LESSONS FROM THE WORLD CRISIS FOR THE ECONOMIC THEORY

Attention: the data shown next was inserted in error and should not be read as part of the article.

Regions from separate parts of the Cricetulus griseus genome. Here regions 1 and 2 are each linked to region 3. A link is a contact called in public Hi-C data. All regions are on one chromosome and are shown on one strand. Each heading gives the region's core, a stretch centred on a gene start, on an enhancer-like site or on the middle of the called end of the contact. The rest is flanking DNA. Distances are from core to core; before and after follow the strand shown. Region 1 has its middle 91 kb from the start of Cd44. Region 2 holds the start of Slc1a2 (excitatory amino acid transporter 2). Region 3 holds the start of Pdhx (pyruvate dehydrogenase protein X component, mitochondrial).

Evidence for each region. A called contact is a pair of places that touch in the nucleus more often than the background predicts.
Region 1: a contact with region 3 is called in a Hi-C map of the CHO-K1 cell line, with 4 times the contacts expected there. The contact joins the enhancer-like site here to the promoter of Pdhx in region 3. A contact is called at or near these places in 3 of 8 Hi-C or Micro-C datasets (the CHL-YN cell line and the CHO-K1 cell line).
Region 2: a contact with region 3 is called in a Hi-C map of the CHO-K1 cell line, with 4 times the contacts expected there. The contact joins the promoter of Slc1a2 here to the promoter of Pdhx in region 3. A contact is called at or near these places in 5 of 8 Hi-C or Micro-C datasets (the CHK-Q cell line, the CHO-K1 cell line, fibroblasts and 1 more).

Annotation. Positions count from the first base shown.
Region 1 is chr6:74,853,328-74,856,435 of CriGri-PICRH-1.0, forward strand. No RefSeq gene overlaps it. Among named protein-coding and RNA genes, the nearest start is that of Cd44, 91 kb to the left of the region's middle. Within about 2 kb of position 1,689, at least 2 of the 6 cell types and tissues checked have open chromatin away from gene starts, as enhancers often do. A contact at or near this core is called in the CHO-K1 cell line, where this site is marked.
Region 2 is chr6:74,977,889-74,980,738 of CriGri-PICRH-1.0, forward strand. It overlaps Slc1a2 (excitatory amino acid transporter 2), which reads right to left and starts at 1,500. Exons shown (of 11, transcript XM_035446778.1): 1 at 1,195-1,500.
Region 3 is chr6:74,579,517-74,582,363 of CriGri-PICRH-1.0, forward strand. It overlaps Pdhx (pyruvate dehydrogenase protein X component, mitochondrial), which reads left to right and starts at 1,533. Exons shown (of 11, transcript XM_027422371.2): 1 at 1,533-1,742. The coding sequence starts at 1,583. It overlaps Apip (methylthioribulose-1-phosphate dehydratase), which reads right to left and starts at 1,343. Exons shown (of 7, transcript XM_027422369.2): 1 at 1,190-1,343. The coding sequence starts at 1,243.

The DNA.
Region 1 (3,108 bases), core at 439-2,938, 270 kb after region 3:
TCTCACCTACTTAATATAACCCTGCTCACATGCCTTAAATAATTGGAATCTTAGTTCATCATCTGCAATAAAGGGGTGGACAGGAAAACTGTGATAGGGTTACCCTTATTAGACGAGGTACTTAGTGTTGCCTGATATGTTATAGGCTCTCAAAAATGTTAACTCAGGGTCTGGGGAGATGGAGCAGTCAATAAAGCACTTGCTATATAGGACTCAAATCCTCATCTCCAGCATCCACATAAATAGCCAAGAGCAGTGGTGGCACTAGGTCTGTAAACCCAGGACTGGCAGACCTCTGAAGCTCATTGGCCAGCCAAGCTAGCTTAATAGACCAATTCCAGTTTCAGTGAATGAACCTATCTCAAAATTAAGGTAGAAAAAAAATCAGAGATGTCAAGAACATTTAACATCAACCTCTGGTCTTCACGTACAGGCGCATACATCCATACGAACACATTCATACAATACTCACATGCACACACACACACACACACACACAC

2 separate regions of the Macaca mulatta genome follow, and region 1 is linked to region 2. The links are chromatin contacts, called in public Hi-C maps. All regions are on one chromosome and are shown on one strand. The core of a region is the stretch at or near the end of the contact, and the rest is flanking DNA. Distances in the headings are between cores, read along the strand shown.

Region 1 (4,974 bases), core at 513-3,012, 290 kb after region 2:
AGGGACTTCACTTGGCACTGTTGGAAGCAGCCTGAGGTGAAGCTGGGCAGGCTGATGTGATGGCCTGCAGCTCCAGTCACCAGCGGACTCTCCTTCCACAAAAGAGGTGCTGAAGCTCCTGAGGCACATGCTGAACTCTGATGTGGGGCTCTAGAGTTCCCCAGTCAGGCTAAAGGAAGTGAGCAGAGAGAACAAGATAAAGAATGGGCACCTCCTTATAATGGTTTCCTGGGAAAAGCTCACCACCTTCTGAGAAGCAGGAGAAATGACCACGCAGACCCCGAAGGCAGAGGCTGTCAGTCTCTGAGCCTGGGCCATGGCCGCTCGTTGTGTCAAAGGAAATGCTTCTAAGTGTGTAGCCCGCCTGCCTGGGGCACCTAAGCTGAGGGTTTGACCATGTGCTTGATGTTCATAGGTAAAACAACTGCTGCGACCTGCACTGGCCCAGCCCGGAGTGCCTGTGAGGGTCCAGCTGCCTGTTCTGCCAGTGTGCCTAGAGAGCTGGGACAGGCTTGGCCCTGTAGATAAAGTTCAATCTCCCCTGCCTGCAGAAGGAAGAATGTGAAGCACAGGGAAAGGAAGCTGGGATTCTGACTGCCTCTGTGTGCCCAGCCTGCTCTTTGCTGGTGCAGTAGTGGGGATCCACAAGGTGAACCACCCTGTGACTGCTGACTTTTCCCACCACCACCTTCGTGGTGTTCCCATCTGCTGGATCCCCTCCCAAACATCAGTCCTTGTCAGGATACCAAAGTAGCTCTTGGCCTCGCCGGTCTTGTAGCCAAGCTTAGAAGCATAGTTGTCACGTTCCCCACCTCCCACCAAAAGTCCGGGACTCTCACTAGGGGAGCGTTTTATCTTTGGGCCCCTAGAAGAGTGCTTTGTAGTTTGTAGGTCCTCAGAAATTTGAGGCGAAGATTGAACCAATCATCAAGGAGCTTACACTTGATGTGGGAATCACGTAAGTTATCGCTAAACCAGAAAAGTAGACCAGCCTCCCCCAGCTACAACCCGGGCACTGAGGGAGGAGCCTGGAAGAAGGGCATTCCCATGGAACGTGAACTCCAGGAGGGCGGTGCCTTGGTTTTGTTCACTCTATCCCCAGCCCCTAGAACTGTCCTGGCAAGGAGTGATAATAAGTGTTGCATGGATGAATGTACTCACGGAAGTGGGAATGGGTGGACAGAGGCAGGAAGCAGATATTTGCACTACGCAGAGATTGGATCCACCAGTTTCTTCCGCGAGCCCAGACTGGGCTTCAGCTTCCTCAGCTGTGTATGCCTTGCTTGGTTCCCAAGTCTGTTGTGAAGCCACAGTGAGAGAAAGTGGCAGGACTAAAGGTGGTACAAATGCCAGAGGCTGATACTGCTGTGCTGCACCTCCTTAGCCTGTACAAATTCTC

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The study makes an analysis of the role of neoclassical theory in the last decades of the 20th he current global crisis is a crucial point not only for economic practice, but also for economic theory. Adam Smith, the father of modern economists, argued, that the pursuit of self-interest (profit-making by competitive firms), as if guided by an invisible hand, led to general wellbeing. In the course of decades the essence of A. Smith’s doctrine was presented as over-simplified almost by only two phrases: of the „invisible hand” and of the state as a „night guard”. It has been known for many years that such conclusions do not hold when there is imperfect competition and incomplete information – and all markets, especially the financial ones, are characterized by imperfect information. The reason that the invisible hand seems invisible is that it is not there. The pursuit of self-interest by Enron and WorldCom did not lead to societal wellbeing, and the pursuit of self-interest by those in the financial and property sectors brought the American and the world economy to the brink of the abyss in 2008. century and its responsibility for the current world economic crisis. It shows the fast revival of Neo-Keynesian theory and the anti-cyclical policy based on it, as well as its role for the world to exit the recent crisis. The emphasis is on the positive role which this theory can play over the next years and decades. The study tries to draw the outlines of the new theoretical synthesis sought for the functioning of economy by using the positive ideas of the economic theories prevailing hitherto and introducing new original theoretical ideas. On the basis of the above considerations the need of a theoretical framework for the state’s role in the economy management in countries like Republic of Bulgaria is substantiated and some concrete recommendations are made in this sphere.